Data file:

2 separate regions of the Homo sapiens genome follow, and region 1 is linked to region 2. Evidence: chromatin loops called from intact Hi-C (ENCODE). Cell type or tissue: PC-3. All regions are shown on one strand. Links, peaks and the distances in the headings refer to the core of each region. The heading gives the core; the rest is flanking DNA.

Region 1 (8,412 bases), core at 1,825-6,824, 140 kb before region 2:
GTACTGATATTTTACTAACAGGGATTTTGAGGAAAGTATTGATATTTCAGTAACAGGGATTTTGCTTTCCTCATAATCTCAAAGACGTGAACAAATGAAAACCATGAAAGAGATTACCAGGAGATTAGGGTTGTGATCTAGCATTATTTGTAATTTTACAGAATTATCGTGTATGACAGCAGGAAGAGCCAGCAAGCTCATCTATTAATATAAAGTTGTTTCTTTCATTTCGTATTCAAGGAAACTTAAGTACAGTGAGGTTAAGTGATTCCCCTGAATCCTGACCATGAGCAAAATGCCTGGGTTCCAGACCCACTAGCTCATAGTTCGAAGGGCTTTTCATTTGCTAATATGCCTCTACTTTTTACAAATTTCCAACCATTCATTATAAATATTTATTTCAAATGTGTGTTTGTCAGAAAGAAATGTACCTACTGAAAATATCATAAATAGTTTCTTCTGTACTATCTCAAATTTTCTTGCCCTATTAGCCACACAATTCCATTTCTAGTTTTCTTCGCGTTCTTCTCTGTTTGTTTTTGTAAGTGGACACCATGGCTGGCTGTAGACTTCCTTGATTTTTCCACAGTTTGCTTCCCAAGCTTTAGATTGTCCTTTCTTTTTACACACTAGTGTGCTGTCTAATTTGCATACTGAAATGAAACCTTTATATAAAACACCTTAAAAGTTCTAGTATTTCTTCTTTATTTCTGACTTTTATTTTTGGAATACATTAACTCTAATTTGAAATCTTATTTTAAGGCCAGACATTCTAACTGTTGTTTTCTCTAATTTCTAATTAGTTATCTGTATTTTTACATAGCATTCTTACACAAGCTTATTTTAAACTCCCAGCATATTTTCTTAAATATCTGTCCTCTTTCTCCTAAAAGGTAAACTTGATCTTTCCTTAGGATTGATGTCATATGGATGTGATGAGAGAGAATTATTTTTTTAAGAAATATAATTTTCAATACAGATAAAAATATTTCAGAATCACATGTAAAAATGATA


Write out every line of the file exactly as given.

2 separate regions of the Homo sapiens genome follow, and region 1 is linked to region 2. Evidence: chromatin loops called from intact Hi-C (ENCODE). Cell type or tissue: PC-3. All regions are shown on one strand. Links, peaks and the distances in the headings refer to the core of each region. The heading gives the core; the rest is flanking DNA.

Region 1 (8,412 bases), core at 1,825-6,824, 140 kb before region 2:
GTACTGATATTTTACTAACAGGGATTTTGAGGAAAGTATTGATATTTCAGTAACAGGGATTTTGCTTTCCTCATAATCTCAAAGACGTGAACAAATGAAAACCATGAAAGAGATTACCAGGAGATTAGGGTTGTGATCTAGCATTATTTGTAATTTTACAGAATTATCGTGTATGACAGCAGGAAGAGCCAGCAAGCTCATCTATTAATATAAAGTTGTTTCTTTCATTTCGTATTCAAGGAAACTTAAGTACAGTGAGGTTAAGTGATTCCCCTGAATCCTGACCATGAGCAAAATGCCTGGGTTCCAGACCCACTAGCTCATAGTTCGAAGGGCTTTTCATTTGCTAATATGCCTCTACTTTTTACAAATTTCCAACCATTCATTATAAATATTTATTTCAAATGTGTGTTTGTCAGAAAGAAATGTACCTACTGAAAATATCATAAATAGTTTCTTCTGTACTATCTCAAATTTTCTTGCCCTATTAGCCACACAATTCCATTTCTAGTTTTCTTCGCGTTCTTCTCTGTTTGTTTTTGTAAGTGGACACCATGGCTGGCTGTAGACTTCCTTGATTTTTCCACAGTTTGCTTCCCAAGCTTTAGATTGTCCTTTCTTTTTACACACTAGTGTGCTGTCTAATTTGCATACTGAAATGAAACCTTTATATAAAACACCTTAAAAGTTCTAGTATTTCTTCTTTATTTCTGACTTTTATTTTTGGAATACATTAACTCTAATTTGAAATCTTATTTTAAGGCCAGACATTCTAACTGTTGTTTTCTCTAATTTCTAATTAGTTATCTGTATTTTTACATAGCATTCTTACACAAGCTTATTTTAAACTCCCAGCATATTTTCTTAAATATCTGTCCTCTTTCTCCTAAAAGGTAAACTTGATCTTTCCTTAGGATTGATGTCATATGGATGTGATGAGAGAGAATTATTTTTTTAAGAAATATAATTTTCAATACAGATAAAAATATTTCAGAATCACATGTAAAAATGATA